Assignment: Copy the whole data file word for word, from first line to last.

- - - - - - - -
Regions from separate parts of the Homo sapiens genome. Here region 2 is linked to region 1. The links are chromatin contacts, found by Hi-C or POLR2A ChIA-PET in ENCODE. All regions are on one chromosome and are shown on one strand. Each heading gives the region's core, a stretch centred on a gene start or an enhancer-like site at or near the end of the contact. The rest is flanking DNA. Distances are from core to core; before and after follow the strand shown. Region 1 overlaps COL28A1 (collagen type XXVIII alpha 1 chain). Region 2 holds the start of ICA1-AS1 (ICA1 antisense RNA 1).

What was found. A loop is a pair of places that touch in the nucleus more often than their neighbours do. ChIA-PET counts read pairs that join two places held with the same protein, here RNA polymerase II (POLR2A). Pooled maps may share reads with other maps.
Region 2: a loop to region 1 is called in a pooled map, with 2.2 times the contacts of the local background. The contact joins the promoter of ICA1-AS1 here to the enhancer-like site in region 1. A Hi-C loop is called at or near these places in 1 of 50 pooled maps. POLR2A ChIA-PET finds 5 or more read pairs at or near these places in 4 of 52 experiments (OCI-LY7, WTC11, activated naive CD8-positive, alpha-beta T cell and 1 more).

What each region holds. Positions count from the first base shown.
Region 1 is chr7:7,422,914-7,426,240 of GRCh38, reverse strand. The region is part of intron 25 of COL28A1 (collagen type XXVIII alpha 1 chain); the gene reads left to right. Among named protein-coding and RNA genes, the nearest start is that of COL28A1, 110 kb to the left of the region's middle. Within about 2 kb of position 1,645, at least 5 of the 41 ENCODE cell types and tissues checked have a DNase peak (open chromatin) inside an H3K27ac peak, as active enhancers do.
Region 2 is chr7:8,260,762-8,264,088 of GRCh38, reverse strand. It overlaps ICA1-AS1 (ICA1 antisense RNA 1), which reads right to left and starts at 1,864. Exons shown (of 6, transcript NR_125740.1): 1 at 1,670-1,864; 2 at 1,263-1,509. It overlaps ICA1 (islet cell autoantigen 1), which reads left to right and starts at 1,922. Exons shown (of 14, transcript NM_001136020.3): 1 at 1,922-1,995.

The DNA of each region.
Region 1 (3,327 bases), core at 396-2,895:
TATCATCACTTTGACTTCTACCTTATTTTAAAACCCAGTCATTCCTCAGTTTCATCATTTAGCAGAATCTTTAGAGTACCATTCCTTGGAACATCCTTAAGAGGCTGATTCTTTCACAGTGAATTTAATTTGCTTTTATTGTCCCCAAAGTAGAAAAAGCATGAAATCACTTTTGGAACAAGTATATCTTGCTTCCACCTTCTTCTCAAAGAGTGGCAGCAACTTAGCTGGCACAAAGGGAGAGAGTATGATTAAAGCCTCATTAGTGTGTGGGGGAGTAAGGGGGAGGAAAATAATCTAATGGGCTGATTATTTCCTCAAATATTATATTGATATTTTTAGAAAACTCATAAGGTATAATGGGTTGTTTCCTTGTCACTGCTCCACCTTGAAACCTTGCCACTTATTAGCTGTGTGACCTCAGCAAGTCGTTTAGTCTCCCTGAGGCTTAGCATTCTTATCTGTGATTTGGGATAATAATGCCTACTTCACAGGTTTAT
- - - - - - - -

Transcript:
Regions from separate parts of the Homo sapiens genome. Here region 2 is linked to region 1. The links are chromatin contacts, found by Hi-C or POLR2A ChIA-PET in ENCODE. All regions are on one chromosome and are shown on one strand. Each heading gives the region's core, a stretch centred on a gene start or an enhancer-like site at or near the end of the contact. The rest is flanking DNA. Distances are from core to core; before and after follow the strand shown. Region 1 overlaps COL28A1 (collagen type XXVIII alpha 1 chain). Region 2 holds the start of ICA1-AS1 (ICA1 antisense RNA 1).

What was found. A loop is a pair of places that touch in the nucleus more often than their neighbours do. ChIA-PET counts read pairs that join two places held with the same protein, here RNA polymerase II (POLR2A). Pooled maps may share reads with other maps.
Region 2: a loop to region 1 is called in a pooled map, with 2.2 times the contacts of the local background. The contact joins the promoter of ICA1-AS1 here to the enhancer-like site in region 1. A Hi-C loop is called at or near these places in 1 of 50 pooled maps. POLR2A ChIA-PET finds 5 or more read pairs at or near these places in 4 of 52 experiments (OCI-LY7, WTC11, activated naive CD8-positive, alpha-beta T cell and 1 more).

What each region holds. Positions count from the first base shown.
Region 1 is chr7:7,422,914-7,426,240 of GRCh38, reverse strand. The region is part of intron 25 of COL28A1 (collagen type XXVIII alpha 1 chain); the gene reads left to right. Among named protein-coding and RNA genes, the nearest start is that of COL28A1, 110 kb to the left of the region's middle. Within about 2 kb of position 1,645, at least 5 of the 41 ENCODE cell types and tissues checked have a DNase peak (open chromatin) inside an H3K27ac peak, as active enhancers do.
Region 2 is chr7:8,260,762-8,264,088 of GRCh38, reverse strand. It overlaps ICA1-AS1 (ICA1 antisense RNA 1), which reads right to left and starts at 1,864. Exons shown (of 6, transcript NR_125740.1): 1 at 1,670-1,864; 2 at 1,263-1,509. It overlaps ICA1 (islet cell autoantigen 1), which reads left to right and starts at 1,922. Exons shown (of 14, transcript NM_001136020.3): 1 at 1,922-1,995.

The DNA of each region.
Region 1 (3,327 bases), core at 396-2,895:
TATCATCACTTTGACTTCTACCTTATTTTAAAACCCAGTCATTCCTCAGTTTCATCATTTAGCAGAATCTTTAGAGTACCATTCCTTGGAACATCCTTAAGAGGCTGATTCTTTCACAGTGAATTTAATTTGCTTTTATTGTCCCCAAAGTAGAAAAAGCATGAAATCACTTTTGGAACAAGTATATCTTGCTTCCACCTTCTTCTCAAAGAGTGGCAGCAACTTAGCTGGCACAAAGGGAGAGAGTATGATTAAAGCCTCATTAGTGTGTGGGGGAGTAAGGGGGAGGAAAATAATCTAATGGGCTGATTATTTCCTCAAATATTATATTGATATTTTTAGAAAACTCATAAGGTATAATGGGTTGTTTCCTTGTCACTGCTCCACCTTGAAACCTTGCCACTTATTAGCTGTGTGACCTCAGCAAGTCGTTTAGTCTCCCTGAGGCTTAGCATTCTTATCTGTGATTTGGGATAATAATGCCTACTTCACAGGTTTAT